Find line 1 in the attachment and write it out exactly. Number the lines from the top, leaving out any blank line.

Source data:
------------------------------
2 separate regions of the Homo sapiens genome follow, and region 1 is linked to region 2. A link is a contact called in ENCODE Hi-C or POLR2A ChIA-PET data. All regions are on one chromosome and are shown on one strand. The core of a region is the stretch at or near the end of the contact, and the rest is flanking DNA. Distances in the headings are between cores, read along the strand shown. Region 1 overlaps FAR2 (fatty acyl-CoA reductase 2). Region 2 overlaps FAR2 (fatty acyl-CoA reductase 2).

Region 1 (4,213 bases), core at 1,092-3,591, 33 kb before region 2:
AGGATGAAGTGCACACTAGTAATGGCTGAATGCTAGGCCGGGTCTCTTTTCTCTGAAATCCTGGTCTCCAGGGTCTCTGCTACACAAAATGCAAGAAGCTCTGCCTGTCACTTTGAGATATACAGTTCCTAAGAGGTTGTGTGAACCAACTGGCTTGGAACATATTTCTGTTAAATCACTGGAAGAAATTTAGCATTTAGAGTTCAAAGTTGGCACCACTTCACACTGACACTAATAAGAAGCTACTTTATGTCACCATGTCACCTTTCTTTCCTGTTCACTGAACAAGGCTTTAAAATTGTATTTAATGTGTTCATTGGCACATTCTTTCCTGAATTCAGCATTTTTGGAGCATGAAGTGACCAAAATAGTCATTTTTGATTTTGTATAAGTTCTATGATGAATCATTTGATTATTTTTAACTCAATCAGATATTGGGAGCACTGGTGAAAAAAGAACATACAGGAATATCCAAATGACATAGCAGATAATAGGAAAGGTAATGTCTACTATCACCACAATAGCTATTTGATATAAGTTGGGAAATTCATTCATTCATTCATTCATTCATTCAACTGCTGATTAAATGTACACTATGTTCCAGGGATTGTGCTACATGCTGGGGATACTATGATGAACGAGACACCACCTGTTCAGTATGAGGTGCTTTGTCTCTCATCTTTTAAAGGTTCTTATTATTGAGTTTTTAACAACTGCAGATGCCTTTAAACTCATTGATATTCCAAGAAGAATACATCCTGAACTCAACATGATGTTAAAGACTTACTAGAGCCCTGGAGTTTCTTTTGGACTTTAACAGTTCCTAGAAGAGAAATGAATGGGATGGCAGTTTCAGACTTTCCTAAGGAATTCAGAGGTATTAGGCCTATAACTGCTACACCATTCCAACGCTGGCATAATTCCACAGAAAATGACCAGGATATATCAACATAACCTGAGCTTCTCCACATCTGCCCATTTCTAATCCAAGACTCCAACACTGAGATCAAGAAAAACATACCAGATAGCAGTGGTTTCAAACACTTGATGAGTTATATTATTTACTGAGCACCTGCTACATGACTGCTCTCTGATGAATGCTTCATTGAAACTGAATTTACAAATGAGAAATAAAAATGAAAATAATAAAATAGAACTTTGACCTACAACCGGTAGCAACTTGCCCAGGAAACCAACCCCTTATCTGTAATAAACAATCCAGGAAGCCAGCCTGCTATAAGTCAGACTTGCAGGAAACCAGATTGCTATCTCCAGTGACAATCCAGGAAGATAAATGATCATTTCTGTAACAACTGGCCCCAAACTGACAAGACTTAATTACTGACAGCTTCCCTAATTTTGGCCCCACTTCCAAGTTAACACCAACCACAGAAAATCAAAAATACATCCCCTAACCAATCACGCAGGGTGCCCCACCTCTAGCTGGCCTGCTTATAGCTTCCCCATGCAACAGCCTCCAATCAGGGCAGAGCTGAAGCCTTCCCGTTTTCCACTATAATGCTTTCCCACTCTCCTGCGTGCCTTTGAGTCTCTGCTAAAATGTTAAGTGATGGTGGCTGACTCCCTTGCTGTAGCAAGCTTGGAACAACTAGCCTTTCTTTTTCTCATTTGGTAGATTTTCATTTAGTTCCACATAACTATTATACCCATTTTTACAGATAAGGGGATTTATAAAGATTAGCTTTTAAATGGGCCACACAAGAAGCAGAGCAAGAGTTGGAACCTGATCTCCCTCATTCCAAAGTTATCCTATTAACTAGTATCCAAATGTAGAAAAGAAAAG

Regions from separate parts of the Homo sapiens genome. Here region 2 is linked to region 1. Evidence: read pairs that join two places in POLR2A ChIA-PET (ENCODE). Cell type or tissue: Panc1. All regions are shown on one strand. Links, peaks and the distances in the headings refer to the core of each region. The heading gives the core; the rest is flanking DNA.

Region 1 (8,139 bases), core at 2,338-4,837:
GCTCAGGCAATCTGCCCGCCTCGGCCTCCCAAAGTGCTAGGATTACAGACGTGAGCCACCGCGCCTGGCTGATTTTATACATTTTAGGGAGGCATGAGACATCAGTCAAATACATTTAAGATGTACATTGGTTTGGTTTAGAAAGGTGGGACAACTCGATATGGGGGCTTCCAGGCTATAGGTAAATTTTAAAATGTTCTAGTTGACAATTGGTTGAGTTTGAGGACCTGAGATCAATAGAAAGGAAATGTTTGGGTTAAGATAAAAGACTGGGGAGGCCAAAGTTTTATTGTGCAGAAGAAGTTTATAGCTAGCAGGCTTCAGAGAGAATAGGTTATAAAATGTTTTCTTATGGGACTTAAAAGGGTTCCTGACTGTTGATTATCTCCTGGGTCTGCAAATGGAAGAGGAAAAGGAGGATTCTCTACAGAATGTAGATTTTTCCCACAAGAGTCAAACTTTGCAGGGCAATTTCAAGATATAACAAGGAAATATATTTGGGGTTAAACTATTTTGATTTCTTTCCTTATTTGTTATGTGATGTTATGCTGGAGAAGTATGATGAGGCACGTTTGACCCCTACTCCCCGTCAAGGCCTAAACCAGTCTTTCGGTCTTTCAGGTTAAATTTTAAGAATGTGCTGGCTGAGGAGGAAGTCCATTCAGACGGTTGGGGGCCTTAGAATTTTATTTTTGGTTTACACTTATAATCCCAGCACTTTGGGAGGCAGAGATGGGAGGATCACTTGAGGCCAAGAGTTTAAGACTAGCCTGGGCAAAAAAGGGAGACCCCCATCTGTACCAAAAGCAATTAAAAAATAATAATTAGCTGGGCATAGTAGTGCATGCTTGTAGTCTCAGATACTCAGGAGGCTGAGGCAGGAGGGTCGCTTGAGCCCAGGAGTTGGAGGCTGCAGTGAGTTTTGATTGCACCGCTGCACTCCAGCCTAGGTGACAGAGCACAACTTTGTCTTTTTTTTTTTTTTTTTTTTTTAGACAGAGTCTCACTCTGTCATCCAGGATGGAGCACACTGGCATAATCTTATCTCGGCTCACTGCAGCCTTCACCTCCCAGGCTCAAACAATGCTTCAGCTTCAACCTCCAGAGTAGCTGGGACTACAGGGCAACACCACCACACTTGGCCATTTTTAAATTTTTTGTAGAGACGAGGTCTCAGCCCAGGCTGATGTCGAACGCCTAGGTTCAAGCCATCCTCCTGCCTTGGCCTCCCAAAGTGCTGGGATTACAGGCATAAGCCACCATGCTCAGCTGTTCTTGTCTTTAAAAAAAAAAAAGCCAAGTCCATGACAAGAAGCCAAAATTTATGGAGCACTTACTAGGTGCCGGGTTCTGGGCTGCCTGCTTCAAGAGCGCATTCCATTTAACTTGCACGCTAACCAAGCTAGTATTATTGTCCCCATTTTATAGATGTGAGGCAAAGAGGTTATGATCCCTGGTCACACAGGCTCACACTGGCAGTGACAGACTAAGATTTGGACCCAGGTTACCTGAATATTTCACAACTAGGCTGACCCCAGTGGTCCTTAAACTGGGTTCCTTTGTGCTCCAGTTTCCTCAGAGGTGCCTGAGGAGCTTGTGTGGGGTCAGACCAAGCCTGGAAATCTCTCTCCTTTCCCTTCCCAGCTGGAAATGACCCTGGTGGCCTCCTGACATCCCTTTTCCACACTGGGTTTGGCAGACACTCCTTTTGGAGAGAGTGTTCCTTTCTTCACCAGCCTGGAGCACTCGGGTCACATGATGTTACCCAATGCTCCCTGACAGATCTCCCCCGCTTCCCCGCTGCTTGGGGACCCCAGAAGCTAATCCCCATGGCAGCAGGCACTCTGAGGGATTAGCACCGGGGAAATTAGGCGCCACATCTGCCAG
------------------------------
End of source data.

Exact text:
2 separate regions of the Homo sapiens genome follow, and region 1 is linked to region 2. A link is a contact called in ENCODE Hi-C or POLR2A ChIA-PET data. All regions are on one chromosome and are shown on one strand. The core of a region is the stretch at or near the end of the contact, and the rest is flanking DNA. Distances in the headings are between cores, read along the strand shown. Region 1 overlaps FAR2 (fatty acyl-CoA reductase 2). Region 2 overlaps FAR2 (fatty acyl-CoA reductase 2).